That’s a good example, that song “Your Heart” because originally I would have had harmonica on it and I would have kept it with harmonica but he threw an element in there that I never thought of and it’s just amazing that he ever thought of it. I don’t know, it’s really great that he could hear that. That’s what I think you’ve got to do with music, though. You’ve either got to produce your own music and do it like that, but I’ve already done that once so I wanted somebody else to take it and do something completely different with it. Songs are songs. They’re for everybody to enjoy and interpret. I’m not one of those people who’s like [nasally voice] “I wrote this song, it’s my baby, don’t ruin it.” It’s like, nobody’s going to ruin it, let’s make it better than it would be. For me it’s no big deal. The basics of all my songs are on acoustic guitar so it’s wherever you want to take them. It’s wonderful.
Do you believe that art has this final stage where it has to be let loose in the world and subject to the views of an audience?
It could one of two ways. Some songs are better if they’re broken down acoustic, just as they are. They’re very heartfelt that way. Then there’s other things that can happen. I just think every time you go in to make a record, you’ve got to be very open. You’ve got to have a lot of respect and a lot of confidence in who you’re working with. That’s the beauty of making a record. You can’t go in there with any reservations like “I don’t really want this guy to take my songs and manipulate them.” That’s what making a record’s all about: Taking your songs and changing what you’ve done on previous albums. Just trying something new. It’s all just having a bunch of fun in the studio, trying things you’ve never tried before.
How do you manage to capture that 1970s-sound without being derivative?
I don’t think we’re really trying like, “Okay guys, we need to sound 70s.” A major factor of it is we’re using real gear. We’re all using a real Hammond organ, a real Leslie, a real Wurlitzer, the real guitars and amps, authentic microphones. It is what it is, but it’s definitely got a modern twist to it. I don’t know the reason behind what it is, but I know what instruments I like to hear and what tones I like. I’m really drawn and attracted to the tones of the 60s and 70s, not to say there’s not new stuff coming out now that sounds great, but the basis of music that I listen to has that authentic – I call it a real honest tone. There’s nothing there manipulating it. It’s am amp or a vocal or an instrument with a mic up against it and somebody plays through it. Nothing modified or manipulated inside of a computer.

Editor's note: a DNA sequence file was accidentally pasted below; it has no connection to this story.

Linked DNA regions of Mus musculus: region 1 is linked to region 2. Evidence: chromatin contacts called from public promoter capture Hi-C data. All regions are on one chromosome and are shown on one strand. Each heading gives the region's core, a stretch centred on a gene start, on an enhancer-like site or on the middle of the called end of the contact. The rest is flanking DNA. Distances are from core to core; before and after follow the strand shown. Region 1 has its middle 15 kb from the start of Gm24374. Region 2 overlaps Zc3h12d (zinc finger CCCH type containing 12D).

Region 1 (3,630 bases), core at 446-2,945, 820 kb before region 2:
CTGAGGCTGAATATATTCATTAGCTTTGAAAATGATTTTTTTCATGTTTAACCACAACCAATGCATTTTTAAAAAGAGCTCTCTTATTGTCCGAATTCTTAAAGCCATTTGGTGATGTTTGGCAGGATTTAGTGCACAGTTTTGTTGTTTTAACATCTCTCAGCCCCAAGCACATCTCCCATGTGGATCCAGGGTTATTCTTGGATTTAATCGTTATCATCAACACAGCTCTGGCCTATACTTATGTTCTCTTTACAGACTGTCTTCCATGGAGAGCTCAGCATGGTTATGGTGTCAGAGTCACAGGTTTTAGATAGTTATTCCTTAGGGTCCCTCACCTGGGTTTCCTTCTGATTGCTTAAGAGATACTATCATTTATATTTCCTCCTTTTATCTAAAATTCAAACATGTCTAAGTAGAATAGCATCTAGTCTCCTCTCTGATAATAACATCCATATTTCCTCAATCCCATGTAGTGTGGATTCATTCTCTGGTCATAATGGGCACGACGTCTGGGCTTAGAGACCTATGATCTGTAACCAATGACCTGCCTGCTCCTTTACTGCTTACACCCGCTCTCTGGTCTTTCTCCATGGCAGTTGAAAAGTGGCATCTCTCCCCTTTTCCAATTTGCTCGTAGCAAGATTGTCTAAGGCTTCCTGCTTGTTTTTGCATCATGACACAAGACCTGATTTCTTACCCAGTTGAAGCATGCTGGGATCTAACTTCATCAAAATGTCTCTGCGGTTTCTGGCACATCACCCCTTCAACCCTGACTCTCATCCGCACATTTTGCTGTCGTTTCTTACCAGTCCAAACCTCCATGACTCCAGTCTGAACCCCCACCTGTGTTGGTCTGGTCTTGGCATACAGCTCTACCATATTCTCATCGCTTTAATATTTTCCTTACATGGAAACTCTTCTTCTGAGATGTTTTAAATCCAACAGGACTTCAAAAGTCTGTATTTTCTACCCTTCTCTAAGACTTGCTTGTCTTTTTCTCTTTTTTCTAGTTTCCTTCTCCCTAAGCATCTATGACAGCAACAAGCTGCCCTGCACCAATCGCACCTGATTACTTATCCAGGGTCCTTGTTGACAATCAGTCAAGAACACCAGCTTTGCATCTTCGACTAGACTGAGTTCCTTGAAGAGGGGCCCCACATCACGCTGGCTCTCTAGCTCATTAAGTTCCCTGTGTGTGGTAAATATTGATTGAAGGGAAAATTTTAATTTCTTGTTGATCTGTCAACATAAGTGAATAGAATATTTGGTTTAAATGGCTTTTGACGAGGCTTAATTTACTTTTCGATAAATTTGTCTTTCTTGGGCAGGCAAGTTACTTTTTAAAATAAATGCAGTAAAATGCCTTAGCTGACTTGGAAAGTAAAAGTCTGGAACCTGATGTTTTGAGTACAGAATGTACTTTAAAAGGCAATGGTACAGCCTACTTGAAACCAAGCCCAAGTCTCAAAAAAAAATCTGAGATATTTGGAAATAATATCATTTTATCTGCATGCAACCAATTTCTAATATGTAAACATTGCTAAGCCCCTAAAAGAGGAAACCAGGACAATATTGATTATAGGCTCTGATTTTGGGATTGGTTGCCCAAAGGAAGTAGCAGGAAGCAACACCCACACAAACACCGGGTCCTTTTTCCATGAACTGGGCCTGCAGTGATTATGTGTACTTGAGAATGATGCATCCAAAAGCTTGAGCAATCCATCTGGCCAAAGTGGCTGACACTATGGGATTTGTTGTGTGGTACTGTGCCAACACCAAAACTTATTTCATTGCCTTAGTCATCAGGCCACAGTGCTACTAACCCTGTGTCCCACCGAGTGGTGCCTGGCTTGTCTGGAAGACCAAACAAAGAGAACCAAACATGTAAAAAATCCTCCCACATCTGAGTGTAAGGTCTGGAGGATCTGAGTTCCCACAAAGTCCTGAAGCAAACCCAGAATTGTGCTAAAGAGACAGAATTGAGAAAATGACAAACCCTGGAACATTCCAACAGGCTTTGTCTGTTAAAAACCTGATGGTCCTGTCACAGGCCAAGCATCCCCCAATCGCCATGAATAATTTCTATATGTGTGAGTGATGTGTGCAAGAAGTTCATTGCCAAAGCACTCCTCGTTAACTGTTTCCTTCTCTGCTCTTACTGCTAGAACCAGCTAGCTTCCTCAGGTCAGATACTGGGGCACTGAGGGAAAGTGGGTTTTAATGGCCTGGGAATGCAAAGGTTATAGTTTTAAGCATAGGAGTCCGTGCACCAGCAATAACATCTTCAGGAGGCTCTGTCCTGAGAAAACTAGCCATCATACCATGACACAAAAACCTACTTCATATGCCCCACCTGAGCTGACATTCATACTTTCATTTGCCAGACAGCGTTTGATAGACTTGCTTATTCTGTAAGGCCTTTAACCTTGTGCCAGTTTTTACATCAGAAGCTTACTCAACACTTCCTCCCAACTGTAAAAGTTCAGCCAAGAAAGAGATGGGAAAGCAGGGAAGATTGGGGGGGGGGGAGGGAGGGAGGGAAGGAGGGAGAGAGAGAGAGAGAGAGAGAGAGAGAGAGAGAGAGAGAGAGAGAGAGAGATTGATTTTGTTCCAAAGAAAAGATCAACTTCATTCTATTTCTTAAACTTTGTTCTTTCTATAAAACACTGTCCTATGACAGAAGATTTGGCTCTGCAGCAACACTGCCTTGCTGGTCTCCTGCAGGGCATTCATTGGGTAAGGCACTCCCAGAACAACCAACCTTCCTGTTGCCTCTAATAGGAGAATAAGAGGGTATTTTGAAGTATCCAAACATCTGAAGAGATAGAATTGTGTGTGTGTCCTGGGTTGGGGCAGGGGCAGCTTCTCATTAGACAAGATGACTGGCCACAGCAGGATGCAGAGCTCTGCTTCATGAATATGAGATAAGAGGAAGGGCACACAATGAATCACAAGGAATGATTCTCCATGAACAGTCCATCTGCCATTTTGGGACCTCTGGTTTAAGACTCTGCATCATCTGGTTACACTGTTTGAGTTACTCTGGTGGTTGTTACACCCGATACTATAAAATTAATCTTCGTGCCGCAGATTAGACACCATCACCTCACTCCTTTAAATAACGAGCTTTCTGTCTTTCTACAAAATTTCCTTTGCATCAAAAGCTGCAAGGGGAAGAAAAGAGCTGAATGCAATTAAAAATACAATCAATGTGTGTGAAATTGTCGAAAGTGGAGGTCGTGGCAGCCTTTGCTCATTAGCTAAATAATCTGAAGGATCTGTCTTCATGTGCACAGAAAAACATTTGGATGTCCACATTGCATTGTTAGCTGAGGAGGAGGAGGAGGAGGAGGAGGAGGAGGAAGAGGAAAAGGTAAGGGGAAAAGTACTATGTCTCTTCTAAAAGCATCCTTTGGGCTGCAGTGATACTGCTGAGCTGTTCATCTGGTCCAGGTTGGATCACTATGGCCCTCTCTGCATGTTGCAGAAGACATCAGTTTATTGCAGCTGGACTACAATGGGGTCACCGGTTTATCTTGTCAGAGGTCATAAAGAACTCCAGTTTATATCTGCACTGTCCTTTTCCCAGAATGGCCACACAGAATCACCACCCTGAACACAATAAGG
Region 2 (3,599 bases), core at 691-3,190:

Well, it was called the Golden age of rock for a reason.
Right. A lot of magic stuff… but I didn’t want to be like, [dorky voice] “Hey guys, let’s hone in on this sound.” Because I’m up for anything. Any sounds or anything thing anyone throws at me. I think it’s wonderful. I would use synthesizers or whatever but it has to make sense in the context of the song you’re recording.
G.Love and Ben Harper both make appearance on this album. I get the ideas there’s a real sense of family among that circle of musicians.
That’s true. All my friends I consider family. Whenever I see Ben Harper or Jack or G. or any of those guys it’s like a family thing. I’m married with two kids and that’s my life. These guys are all just friends and we’re just hanging out. It’s more like the timing was right. Ben Harper playing on the record was definitely about the timing being right. He was home in L.A. and that’s where we recorded the record so he wandered on by. It wasn’t like, [smarmy voice] “Hey Ben, we’re in London and I need you to fly over for two days,” it was kind of one of those things where we happened to be in the right place at the right time, he was available and came on by. Same with G. Love. It’s not like any of these guys I had to fly them in from some other part of the world to do it. It’s like we’ve known each other long enough to be like, “Hey man, have you got time to do this?” If it works it works, if not I’ll get you on the next one. It’s one of those things. It’s not anything was forced. It’s definitely a big family vibe. They treat me like that so I treat them like that.